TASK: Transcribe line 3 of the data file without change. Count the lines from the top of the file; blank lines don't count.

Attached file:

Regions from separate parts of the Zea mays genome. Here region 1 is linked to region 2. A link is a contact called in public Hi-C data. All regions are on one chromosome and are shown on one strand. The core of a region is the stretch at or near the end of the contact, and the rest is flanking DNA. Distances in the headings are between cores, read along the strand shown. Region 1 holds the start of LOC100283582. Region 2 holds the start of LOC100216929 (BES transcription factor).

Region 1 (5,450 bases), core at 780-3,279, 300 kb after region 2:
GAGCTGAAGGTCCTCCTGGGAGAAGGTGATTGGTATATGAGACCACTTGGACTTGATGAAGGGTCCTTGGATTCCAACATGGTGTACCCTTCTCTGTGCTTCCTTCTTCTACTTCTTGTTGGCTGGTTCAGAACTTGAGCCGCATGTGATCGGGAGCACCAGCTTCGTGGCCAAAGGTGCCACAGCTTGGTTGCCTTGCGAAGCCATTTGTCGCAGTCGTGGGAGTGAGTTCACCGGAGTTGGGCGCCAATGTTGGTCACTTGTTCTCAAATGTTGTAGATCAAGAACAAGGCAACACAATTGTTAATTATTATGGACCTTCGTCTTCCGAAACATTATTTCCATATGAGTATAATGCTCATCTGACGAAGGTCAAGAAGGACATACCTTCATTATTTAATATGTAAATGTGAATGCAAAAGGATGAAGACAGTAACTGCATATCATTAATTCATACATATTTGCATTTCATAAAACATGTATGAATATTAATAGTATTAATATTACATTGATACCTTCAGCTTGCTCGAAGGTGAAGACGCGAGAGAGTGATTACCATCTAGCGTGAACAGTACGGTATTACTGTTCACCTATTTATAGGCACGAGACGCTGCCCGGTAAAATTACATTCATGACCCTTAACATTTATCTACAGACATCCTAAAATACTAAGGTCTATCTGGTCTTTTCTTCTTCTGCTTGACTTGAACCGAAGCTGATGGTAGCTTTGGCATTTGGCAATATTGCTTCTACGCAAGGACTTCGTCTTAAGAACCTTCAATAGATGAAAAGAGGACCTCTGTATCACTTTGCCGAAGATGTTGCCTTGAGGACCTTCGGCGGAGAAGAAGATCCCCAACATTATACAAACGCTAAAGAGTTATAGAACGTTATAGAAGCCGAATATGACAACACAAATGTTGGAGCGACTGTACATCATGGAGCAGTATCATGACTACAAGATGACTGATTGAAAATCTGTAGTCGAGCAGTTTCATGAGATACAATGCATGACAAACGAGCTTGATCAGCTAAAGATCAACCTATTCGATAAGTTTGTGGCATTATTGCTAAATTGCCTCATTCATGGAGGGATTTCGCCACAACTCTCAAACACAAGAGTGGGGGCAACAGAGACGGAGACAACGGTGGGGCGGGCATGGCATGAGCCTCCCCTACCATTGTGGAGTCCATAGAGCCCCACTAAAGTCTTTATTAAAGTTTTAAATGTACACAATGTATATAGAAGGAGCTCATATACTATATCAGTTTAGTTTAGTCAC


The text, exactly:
GAGCTGAAGGTCCTCCTGGGAGAAGGTGATTGGTATATGAGACCACTTGGACTTGATGAAGGGTCCTTGGATTCCAACATGGTGTACCCTTCTCTGTGCTTCCTTCTTCTACTTCTTGTTGGCTGGTTCAGAACTTGAGCCGCATGTGATCGGGAGCACCAGCTTCGTGGCCAAAGGTGCCACAGCTTGGTTGCCTTGCGAAGCCATTTGTCGCAGTCGTGGGAGTGAGTTCACCGGAGTTGGGCGCCAATGTTGGTCACTTGTTCTCAAATGTTGTAGATCAAGAACAAGGCAACACAATTGTTAATTATTATGGACCTTCGTCTTCCGAAACATTATTTCCATATGAGTATAATGCTCATCTGACGAAGGTCAAGAAGGACATACCTTCATTATTTAATATGTAAATGTGAATGCAAAAGGATGAAGACAGTAACTGCATATCATTAATTCATACATATTTGCATTTCATAAAACATGTATGAATATTAATAGTATTAATATTACATTGATACCTTCAGCTTGCTCGAAGGTGAAGACGCGAGAGAGTGATTACCATCTAGCGTGAACAGTACGGTATTACTGTTCACCTATTTATAGGCACGAGACGCTGCCCGGTAAAATTACATTCATGACCCTTAACATTTATCTACAGACATCCTAAAATACTAAGGTCTATCTGGTCTTTTCTTCTTCTGCTTGACTTGAACCGAAGCTGATGGTAGCTTTGGCATTTGGCAATATTGCTTCTACGCAAGGACTTCGTCTTAAGAACCTTCAATAGATGAAAAGAGGACCTCTGTATCACTTTGCCGAAGATGTTGCCTTGAGGACCTTCGGCGGAGAAGAAGATCCCCAACATTATACAAACGCTAAAGAGTTATAGAACGTTATAGAAGCCGAATATGACAACACAAATGTTGGAGCGACTGTACATCATGGAGCAGTATCATGACTACAAGATGACTGATTGAAAATCTGTAGTCGAGCAGTTTCATGAGATACAATGCATGACAAACGAGCTTGATCAGCTAAAGATCAACCTATTCGATAAGTTTGTGGCATTATTGCTAAATTGCCTCATTCATGGAGGGATTTCGCCACAACTCTCAAACACAAGAGTGGGGGCAACAGAGACGGAGACAACGGTGGGGCGGGCATGGCATGAGCCTCCCCTACCATTGTGGAGTCCATAGAGCCCCACTAAAGTCTTTATTAAAGTTTTAAATGTACACAATGTATATAGAAGGAGCTCATATACTATATCAGTTTAGTTTAGTCAC